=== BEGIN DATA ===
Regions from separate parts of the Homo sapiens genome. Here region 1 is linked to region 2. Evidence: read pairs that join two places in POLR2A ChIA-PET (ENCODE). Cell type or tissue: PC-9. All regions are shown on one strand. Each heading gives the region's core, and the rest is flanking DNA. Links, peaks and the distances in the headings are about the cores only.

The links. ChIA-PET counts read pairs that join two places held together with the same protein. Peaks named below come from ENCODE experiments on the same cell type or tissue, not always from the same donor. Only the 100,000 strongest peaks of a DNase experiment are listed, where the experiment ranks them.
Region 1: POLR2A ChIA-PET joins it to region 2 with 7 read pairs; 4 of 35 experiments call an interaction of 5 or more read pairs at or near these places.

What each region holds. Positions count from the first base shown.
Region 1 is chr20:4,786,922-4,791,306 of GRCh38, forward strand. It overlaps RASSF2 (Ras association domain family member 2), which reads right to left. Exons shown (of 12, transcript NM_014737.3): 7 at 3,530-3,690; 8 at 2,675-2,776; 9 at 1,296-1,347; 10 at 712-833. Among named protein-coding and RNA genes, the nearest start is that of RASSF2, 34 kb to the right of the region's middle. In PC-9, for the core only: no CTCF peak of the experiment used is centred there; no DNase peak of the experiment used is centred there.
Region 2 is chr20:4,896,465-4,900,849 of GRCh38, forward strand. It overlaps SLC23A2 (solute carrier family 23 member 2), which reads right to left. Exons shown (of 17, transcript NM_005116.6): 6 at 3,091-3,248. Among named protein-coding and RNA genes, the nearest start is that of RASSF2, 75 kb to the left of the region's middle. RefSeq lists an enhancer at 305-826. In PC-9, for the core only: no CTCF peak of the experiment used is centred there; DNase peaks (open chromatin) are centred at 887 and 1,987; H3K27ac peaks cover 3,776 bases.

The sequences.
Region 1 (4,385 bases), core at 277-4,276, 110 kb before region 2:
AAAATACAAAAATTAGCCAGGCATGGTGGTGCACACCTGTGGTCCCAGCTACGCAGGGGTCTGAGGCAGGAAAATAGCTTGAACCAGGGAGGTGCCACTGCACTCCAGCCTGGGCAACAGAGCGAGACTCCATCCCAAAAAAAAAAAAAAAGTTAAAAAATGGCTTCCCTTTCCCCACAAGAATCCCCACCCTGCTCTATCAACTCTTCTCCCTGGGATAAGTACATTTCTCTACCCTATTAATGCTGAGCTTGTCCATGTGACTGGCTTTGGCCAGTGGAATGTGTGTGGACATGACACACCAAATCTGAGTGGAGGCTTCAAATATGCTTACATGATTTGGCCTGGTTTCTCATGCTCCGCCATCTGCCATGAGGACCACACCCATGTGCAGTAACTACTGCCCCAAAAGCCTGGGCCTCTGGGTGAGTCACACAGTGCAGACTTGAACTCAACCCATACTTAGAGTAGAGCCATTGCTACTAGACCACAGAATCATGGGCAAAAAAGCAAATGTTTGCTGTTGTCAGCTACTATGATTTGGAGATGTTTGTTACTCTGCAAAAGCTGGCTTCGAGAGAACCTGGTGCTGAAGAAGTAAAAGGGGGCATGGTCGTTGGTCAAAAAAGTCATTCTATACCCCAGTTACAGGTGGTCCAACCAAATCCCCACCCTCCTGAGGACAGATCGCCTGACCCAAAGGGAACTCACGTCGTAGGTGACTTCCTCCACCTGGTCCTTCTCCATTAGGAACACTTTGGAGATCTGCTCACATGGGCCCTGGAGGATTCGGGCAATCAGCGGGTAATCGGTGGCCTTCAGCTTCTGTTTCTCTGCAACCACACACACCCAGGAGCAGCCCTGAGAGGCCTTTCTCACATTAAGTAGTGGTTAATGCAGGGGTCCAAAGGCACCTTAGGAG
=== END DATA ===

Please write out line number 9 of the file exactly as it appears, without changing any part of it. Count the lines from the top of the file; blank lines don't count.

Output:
AAAATACAAAAATTAGCCAGGCATGGTGGTGCACACCTGTGGTCCCAGCTACGCAGGGGTCTGAGGCAGGAAAATAGCTTGAACCAGGGAGGTGCCACTGCACTCCAGCCTGGGCAACAGAGCGAGACTCCATCCCAAAAAAAAAAAAAAAGTTAAAAAATGGCTTCCCTTTCCCCACAAGAATCCCCACCCTGCTCTATCAACTCTTCTCCCTGGGATAAGTACATTTCTCTACCCTATTAATGCTGAGCTTGTCCATGTGACTGGCTTTGGCCAGTGGAATGTGTGTGGACATGACACACCAAATCTGAGTGGAGGCTTCAAATATGCTTACATGATTTGGCCTGGTTTCTCATGCTCCGCCATCTGCCATGAGGACCACACCCATGTGCAGTAACTACTGCCCCAAAAGCCTGGGCCTCTGGGTGAGTCACACAGTGCAGACTTGAACTCAACCCATACTTAGAGTAGAGCCATTGCTACTAGACCACAGAATCATGGGCAAAAAAGCAAATGTTTGCTGTTGTCAGCTACTATGATTTGGAGATGTTTGTTACTCTGCAAAAGCTGGCTTCGAGAGAACCTGGTGCTGAAGAAGTAAAAGGGGGCATGGTCGTTGGTCAAAAAAGTCATTCTATACCCCAGTTACAGGTGGTCCAACCAAATCCCCACCCTCCTGAGGACAGATCGCCTGACCCAAAGGGAACTCACGTCGTAGGTGACTTCCTCCACCTGGTCCTTCTCCATTAGGAACACTTTGGAGATCTGCTCACATGGGCCCTGGAGGATTCGGGCAATCAGCGGGTAATCGGTGGCCTTCAGCTTCTGTTTCTCTGCAACCACACACACCCAGGAGCAGCCCTGAGAGGCCTTTCTCACATTAAGTAGTGGTTAATGCAGGGGTCCAAAGGCACCTTAGGAG